A Google search with the keywords 'Probate Advice' will return links to many millions of pages that have been set up by banks, solicitors and probate practitioners. To help you wade through this plethora of information and uncover the most reliable sources, here are a few quick tips.
Have a clear agenda
If you have been tasked with being an executor, or have a relative that has passed away, make a list of all of the information that you require. It helps to start by writing a list of questions, how long will it take? How much will it cost? What’s included in solicitors fees? What are my legal duties?
Find an A-Z of legal terms
You will come across many terms you’ve never heard of, this can be very daunting for a lay person. So, before you start, it helps to find a reliable glossary for quick reference. Use our probate glossary
Use official sources for guidance
There are a number of agencies whose job it is to provide advice as part of a public service. Use official government websites as a start point and you’ll find impartial advice on how to manage all aspects of the process. This link is a great starting point for getting to grips with the basics:
Be sure of credibility
Some of the best resources are in fact probate practitioner websites. Before you start to read or make notes, make sure they are qualified so you can trust in the credibility of the information. Check they are members of the Society of Will Writers and Estate Planning Practitioners. While you may trust a local firm of solicitors; don’t forget that they may not have the specialist knowledge that an independent practitioner has.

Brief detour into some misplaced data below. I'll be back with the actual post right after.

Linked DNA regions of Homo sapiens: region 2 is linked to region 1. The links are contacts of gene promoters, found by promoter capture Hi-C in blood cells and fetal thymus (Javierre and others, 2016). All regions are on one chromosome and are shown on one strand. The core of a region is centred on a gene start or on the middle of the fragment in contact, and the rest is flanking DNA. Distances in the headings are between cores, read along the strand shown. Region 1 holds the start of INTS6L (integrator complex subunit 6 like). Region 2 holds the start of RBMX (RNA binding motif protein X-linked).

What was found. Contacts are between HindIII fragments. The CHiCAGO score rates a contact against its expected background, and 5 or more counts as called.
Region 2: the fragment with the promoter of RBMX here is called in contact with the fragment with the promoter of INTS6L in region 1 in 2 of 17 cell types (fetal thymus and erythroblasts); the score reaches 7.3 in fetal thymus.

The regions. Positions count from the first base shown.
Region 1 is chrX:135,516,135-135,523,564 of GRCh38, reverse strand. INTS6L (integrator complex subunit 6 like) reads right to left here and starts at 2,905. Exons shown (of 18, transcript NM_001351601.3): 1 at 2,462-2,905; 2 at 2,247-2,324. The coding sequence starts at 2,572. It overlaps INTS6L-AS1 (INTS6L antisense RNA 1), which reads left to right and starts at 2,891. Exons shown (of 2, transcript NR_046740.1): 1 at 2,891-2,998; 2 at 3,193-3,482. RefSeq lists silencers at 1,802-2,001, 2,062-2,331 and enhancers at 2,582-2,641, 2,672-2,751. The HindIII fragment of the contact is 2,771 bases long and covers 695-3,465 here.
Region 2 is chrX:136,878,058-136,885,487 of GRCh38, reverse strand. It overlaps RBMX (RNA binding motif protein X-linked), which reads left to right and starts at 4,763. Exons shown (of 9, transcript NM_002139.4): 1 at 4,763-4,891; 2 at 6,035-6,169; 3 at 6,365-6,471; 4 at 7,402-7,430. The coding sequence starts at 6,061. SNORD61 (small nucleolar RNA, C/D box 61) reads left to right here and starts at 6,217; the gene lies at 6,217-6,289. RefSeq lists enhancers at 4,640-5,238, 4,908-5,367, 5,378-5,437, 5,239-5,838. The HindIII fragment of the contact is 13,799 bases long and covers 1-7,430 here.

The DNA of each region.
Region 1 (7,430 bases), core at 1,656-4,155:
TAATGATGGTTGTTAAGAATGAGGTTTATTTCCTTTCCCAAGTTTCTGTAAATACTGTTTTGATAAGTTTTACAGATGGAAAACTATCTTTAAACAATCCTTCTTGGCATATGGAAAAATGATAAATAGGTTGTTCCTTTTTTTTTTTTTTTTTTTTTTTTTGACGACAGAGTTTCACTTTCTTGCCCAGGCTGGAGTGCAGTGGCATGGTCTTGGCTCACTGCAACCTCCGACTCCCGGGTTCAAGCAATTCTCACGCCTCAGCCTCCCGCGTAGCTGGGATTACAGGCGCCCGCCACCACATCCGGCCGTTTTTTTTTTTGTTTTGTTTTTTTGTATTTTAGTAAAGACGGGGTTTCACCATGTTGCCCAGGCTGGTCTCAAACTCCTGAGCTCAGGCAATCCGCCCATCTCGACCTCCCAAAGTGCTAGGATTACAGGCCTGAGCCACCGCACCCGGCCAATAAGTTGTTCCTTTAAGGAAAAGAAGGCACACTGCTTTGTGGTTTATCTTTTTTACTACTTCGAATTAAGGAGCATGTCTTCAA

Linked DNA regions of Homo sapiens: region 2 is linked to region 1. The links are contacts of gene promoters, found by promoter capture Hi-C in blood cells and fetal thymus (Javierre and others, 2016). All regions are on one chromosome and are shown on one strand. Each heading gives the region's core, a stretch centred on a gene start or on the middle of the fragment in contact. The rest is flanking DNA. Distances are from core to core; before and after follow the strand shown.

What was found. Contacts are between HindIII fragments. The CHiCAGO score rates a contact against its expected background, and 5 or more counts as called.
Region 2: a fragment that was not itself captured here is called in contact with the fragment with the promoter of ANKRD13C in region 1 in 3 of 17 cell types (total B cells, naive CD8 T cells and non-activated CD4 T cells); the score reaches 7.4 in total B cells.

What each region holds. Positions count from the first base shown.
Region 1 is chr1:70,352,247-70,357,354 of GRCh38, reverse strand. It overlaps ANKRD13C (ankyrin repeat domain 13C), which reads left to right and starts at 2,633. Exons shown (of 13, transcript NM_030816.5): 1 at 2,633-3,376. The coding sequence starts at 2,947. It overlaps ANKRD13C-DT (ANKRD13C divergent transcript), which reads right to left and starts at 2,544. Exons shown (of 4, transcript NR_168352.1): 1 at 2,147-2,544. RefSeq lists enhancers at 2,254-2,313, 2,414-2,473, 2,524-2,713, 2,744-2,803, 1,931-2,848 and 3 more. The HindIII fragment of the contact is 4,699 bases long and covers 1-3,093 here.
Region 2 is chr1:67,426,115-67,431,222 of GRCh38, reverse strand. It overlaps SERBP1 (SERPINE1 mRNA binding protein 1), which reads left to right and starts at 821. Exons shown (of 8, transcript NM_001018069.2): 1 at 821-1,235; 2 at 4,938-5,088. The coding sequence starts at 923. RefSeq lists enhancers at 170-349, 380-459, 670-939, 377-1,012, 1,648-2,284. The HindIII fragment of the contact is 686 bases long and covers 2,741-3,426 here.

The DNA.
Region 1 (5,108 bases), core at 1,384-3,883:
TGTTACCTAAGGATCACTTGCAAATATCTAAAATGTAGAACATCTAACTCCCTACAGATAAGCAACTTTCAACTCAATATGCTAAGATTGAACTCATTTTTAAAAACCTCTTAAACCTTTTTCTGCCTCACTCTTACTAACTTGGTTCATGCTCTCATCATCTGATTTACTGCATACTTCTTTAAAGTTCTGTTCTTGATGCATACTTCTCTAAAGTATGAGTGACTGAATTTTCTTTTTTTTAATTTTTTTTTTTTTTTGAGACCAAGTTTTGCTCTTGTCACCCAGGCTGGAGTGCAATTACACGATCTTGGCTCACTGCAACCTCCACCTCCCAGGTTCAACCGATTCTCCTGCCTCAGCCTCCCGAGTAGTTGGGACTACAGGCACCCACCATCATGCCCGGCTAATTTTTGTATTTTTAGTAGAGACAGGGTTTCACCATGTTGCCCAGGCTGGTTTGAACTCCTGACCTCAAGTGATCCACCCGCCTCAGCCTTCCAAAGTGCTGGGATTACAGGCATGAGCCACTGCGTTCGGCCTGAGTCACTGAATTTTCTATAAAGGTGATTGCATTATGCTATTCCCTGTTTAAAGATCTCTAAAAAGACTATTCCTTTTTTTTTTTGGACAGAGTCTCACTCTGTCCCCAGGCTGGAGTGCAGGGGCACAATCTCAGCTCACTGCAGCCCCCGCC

Never pay for advice
There are many services which will ask for money up-front, even before any advice has been given. There is no need to pay for information. We operate a free probate advice line – call 0800 612 6105. Lines are open until 10pm, 7 days a week.
If you have been named as the executor in a will you have the responsibility for dealing with the assets of the deceased. It is also your duty to distribute the proceeds of the estate according to the wishes of the will. If, like many lay administrators, you have little experience in dealing with these types of matters, the administrative requirement may appear somewhat overwhelming. probate advice.
For most people the initial advice in dealing with probate is to appoint a solicitor to handle matters. There are many solicitors that are experienced with this type of work. They can offer an inclusive service dealing with aspects from obtaining the Grant of Probate to the payments of taxes and liabilities. Some executors may be advised to consider handling the administration themselves. This advice is usually given if the estate is small and relatively simple in terms of the assets and beneficiaries.
Whichever solution you opt for the first step is to seek out some good probate advice. There are a wide variety of locations online where you can obtain advice and guidance. As with any advice, when it comes to matters involving property or money, any recommendations are best observed with a degree of caution.
There are some websites that have been designed to offer completely impartial advice with regard to matters of probate:
Government direct.gov.uk has an informative death and bereavement section with full advice on what to do when someone dies.
The National Probate Advice Centre offers some clear guidance in sections dedicated to property clearance, solicitors, accountants, estate agents and more.
The Citizens Advice Bureau has a section dedicated to probate advice which offers helpful information on debts, tax and benefits, jointly-owned property, inheritance tax and more.
For indepentdent advice, you can also our free helpline on 0800 612 6105.